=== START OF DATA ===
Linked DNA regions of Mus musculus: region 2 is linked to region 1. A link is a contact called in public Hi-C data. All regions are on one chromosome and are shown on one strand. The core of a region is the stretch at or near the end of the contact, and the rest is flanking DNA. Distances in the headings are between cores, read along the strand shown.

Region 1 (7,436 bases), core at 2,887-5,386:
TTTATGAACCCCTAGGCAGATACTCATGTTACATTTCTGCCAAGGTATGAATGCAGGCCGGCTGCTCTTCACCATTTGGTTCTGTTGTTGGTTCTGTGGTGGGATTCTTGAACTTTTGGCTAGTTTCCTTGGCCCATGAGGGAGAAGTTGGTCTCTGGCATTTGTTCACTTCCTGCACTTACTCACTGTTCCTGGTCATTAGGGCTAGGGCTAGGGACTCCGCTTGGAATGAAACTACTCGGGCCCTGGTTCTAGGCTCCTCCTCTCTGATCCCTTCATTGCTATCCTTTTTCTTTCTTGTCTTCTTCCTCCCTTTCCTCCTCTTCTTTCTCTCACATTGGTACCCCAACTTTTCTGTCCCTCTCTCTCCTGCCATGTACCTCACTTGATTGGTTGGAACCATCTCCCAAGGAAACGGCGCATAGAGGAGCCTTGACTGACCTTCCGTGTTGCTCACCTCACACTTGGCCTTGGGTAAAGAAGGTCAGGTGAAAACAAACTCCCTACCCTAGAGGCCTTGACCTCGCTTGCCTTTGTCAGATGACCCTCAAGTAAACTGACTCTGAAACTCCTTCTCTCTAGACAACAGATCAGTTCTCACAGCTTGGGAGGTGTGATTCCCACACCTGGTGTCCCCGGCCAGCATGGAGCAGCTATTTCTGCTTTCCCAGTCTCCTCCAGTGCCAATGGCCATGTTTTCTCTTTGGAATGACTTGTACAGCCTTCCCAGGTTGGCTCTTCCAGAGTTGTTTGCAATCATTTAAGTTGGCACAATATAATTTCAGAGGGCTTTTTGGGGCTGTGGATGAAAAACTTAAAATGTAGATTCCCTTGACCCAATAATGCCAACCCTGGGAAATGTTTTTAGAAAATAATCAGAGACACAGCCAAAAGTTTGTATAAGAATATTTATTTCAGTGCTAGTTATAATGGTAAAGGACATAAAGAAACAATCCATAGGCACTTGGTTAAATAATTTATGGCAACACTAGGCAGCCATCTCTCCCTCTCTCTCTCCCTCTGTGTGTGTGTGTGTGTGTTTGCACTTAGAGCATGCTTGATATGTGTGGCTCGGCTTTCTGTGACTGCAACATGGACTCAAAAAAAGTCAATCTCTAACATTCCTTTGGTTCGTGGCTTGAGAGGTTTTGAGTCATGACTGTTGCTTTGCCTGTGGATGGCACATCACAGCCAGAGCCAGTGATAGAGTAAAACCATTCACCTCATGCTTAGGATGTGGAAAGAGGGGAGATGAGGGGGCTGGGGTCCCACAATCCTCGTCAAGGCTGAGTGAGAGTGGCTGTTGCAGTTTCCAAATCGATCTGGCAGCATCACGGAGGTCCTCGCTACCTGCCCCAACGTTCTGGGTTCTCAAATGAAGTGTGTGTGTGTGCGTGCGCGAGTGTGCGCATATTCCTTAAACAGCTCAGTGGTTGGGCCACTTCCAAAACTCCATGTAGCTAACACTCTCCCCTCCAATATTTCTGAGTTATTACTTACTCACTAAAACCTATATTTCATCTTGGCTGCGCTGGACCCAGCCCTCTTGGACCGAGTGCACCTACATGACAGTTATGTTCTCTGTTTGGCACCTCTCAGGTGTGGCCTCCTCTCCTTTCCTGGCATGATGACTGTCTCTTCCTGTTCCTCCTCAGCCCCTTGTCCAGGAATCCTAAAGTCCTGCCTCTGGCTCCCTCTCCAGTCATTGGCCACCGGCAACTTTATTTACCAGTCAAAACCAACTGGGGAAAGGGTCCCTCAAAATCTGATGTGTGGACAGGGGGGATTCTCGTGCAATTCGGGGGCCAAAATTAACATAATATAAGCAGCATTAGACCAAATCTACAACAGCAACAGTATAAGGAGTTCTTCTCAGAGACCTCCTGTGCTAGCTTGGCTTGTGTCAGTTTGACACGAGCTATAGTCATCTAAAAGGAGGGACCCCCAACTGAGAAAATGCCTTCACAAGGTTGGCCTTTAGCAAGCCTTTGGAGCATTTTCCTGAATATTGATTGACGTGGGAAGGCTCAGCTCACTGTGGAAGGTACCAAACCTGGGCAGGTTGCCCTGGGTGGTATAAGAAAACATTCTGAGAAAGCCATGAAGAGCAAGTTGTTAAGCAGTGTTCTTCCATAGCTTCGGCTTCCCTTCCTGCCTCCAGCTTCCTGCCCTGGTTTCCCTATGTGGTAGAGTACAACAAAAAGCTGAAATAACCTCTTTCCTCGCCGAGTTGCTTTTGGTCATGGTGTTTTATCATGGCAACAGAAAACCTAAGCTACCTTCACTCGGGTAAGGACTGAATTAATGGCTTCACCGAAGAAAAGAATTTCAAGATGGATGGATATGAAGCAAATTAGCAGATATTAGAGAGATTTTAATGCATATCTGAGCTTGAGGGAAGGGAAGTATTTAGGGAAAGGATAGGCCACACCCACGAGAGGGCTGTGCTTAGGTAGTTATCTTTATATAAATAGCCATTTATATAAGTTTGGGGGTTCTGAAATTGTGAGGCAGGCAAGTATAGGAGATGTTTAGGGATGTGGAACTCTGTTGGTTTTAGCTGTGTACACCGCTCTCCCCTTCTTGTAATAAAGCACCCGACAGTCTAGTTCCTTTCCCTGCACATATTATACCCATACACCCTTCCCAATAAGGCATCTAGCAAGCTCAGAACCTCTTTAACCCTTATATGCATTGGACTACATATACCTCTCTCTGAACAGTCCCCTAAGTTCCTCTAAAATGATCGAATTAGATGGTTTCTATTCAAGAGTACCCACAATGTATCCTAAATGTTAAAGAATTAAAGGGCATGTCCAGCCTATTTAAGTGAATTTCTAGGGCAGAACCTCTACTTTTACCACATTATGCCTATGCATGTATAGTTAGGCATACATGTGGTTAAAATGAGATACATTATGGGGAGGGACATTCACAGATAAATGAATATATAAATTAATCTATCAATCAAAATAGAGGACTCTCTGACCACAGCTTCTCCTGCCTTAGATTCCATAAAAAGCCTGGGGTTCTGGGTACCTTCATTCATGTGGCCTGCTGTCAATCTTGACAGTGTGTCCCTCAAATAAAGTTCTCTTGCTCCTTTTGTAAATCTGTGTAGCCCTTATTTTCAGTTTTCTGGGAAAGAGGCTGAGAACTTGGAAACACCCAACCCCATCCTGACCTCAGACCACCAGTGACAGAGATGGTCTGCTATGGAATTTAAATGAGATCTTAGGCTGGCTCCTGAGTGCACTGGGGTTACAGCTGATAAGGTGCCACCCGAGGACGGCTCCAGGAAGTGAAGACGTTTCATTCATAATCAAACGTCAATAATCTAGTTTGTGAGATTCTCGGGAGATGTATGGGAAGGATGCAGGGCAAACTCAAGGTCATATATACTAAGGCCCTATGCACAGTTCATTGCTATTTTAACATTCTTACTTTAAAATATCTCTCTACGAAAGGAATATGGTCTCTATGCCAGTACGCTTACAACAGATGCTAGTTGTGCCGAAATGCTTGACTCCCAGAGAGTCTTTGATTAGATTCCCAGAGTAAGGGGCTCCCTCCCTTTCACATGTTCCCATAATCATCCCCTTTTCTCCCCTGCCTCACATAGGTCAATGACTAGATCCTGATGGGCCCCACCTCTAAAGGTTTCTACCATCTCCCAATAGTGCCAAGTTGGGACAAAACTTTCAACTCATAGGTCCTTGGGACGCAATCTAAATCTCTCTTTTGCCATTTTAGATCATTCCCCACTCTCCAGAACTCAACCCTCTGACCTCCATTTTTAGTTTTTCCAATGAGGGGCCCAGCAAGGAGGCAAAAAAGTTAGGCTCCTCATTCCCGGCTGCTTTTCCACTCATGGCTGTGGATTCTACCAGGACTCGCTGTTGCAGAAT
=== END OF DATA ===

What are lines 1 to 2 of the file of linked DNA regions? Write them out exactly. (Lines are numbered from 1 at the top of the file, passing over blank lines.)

Linked DNA regions of Mus musculus: region 2 is linked to region 1. A link is a contact called in public Hi-C data. All regions are on one chromosome and are shown on one strand. The core of a region is the stretch at or near the end of the contact, and the rest is flanking DNA. Distances in the headings are between cores, read along the strand shown.

Region 1 (7,436 bases), core at 2,887-5,386: